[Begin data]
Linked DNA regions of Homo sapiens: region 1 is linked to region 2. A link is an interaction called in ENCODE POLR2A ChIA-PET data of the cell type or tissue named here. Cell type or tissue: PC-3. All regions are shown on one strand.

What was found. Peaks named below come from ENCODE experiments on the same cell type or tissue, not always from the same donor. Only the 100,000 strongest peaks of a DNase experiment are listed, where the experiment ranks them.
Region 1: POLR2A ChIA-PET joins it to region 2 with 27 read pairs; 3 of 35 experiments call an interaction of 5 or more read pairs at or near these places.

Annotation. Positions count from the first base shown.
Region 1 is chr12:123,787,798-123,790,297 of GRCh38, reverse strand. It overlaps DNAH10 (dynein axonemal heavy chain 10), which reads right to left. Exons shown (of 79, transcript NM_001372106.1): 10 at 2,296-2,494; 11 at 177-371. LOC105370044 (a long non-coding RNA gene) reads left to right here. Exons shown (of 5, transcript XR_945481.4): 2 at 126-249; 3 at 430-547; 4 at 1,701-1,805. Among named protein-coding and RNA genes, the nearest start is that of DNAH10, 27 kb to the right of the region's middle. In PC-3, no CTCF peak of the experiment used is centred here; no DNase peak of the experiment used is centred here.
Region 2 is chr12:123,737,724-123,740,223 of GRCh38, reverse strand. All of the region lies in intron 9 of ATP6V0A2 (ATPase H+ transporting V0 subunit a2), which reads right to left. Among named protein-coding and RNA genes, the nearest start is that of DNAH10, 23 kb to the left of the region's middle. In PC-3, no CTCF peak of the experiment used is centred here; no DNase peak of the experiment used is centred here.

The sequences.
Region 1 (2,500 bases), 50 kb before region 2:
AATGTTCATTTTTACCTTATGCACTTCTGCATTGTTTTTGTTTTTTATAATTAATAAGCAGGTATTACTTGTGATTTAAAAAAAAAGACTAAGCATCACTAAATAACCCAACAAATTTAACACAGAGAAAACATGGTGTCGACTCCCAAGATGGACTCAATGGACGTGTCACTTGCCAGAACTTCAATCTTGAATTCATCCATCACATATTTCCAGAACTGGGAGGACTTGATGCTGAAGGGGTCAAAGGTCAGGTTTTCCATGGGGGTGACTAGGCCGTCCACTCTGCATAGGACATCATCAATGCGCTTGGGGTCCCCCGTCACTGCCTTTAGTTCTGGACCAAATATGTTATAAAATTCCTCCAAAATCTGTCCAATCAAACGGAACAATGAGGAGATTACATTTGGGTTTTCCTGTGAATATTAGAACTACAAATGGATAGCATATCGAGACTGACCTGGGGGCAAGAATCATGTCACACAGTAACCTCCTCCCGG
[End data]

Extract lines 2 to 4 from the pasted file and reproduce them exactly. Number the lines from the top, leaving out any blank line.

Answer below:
What was found. Peaks named below come from ENCODE experiments on the same cell type or tissue, not always from the same donor. Only the 100,000 strongest peaks of a DNase experiment are listed, where the experiment ranks them.
Region 1: POLR2A ChIA-PET joins it to region 2 with 27 read pairs; 3 of 35 experiments call an interaction of 5 or more read pairs at or near these places.

Annotation. Positions count from the first base shown.